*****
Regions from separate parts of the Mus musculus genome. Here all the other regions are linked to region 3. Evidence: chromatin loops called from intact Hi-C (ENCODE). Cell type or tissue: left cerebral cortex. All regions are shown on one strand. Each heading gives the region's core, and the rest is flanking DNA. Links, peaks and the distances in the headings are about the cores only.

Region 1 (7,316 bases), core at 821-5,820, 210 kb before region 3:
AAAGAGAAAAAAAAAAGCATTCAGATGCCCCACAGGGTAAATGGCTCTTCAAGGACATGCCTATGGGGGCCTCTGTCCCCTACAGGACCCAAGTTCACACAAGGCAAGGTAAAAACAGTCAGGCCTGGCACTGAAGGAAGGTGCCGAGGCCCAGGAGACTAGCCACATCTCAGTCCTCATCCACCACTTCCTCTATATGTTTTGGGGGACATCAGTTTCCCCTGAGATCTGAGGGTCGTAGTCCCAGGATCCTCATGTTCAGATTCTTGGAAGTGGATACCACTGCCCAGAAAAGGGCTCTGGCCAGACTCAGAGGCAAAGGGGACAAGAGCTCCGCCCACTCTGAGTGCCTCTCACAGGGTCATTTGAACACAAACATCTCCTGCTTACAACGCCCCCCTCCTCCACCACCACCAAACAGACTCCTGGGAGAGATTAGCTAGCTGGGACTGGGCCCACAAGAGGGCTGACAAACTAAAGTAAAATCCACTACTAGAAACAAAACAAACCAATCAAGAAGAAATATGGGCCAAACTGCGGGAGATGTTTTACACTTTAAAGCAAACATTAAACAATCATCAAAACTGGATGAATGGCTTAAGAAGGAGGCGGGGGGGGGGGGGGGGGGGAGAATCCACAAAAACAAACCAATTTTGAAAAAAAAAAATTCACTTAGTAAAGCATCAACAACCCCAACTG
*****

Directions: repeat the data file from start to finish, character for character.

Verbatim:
Regions from separate parts of the Mus musculus genome. Here all the other regions are linked to region 3. Evidence: chromatin loops called from intact Hi-C (ENCODE). Cell type or tissue: left cerebral cortex. All regions are shown on one strand. Each heading gives the region's core, and the rest is flanking DNA. Links, peaks and the distances in the headings are about the cores only.

Region 1 (7,316 bases), core at 821-5,820, 210 kb before region 3:
AAAGAGAAAAAAAAAAGCATTCAGATGCCCCACAGGGTAAATGGCTCTTCAAGGACATGCCTATGGGGGCCTCTGTCCCCTACAGGACCCAAGTTCACACAAGGCAAGGTAAAAACAGTCAGGCCTGGCACTGAAGGAAGGTGCCGAGGCCCAGGAGACTAGCCACATCTCAGTCCTCATCCACCACTTCCTCTATATGTTTTGGGGGACATCAGTTTCCCCTGAGATCTGAGGGTCGTAGTCCCAGGATCCTCATGTTCAGATTCTTGGAAGTGGATACCACTGCCCAGAAAAGGGCTCTGGCCAGACTCAGAGGCAAAGGGGACAAGAGCTCCGCCCACTCTGAGTGCCTCTCACAGGGTCATTTGAACACAAACATCTCCTGCTTACAACGCCCCCCTCCTCCACCACCACCAAACAGACTCCTGGGAGAGATTAGCTAGCTGGGACTGGGCCCACAAGAGGGCTGACAAACTAAAGTAAAATCCACTACTAGAAACAAAACAAACCAATCAAGAAGAAATATGGGCCAAACTGCGGGAGATGTTTTACACTTTAAAGCAAACATTAAACAATCATCAAAACTGGATGAATGGCTTAAGAAGGAGGCGGGGGGGGGGGGGGGGGGGAGAATCCACAAAAACAAACCAATTTTGAAAAAAAAAAATTCACTTAGTAAAGCATCAACAACCCCAACTG